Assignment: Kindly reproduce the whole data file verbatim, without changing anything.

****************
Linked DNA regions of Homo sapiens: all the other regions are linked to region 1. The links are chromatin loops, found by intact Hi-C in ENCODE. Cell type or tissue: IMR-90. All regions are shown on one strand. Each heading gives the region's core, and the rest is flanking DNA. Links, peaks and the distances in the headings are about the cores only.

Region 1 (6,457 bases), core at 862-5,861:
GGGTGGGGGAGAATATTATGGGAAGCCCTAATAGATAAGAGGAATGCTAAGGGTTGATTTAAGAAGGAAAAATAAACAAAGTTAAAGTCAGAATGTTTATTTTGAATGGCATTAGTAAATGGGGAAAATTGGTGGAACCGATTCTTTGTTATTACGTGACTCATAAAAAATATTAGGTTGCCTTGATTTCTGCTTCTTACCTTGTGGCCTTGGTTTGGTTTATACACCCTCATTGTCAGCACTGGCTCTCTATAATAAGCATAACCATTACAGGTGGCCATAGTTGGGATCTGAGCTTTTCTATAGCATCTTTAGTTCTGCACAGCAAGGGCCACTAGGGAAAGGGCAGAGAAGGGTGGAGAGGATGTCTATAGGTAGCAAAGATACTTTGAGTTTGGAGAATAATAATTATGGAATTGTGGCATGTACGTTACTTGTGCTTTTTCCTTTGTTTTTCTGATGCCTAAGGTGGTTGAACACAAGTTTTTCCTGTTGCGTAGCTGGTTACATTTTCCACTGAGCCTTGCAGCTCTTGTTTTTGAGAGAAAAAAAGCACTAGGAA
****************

Linked DNA regions of Homo sapiens: all the other regions are linked to region 1. The links are chromatin loops, found by intact Hi-C in ENCODE. Cell type or tissue: IMR-90. All regions are shown on one strand. Each heading gives the region's core, and the rest is flanking DNA. Links, peaks and the distances in the headings are about the cores only.

Region 1 (6,457 bases), core at 862-5,861:
GGGTGGGGGAGAATATTATGGGAAGCCCTAATAGATAAGAGGAATGCTAAGGGTTGATTTAAGAAGGAAAAATAAACAAAGTTAAAGTCAGAATGTTTATTTTGAATGGCATTAGTAAATGGGGAAAATTGGTGGAACCGATTCTTTGTTATTACGTGACTCATAAAAAATATTAGGTTGCCTTGATTTCTGCTTCTTACCTTGTGGCCTTGGTTTGGTTTATACACCCTCATTGTCAGCACTGGCTCTCTATAATAAGCATAACCATTACAGGTGGCCATAGTTGGGATCTGAGCTTTTCTATAGCATCTTTAGTTCTGCACAGCAAGGGCCACTAGGGAAAGGGCAGAGAAGGGTGGAGAGGATGTCTATAGGTAGCAAAGATACTTTGAGTTTGGAGAATAATAATTATGGAATTGTGGCATGTACGTTACTTGTGCTTTTTCCTTTGTTTTTCTGATGCCTAAGGTGGTTGAACACAAGTTTTTCCTGTTGCGTAGCTGGTTACATTTTCCACTGAGCCTTGCAGCTCTTGTTTTTGAGAGAAAAAAAGCACTAGGAA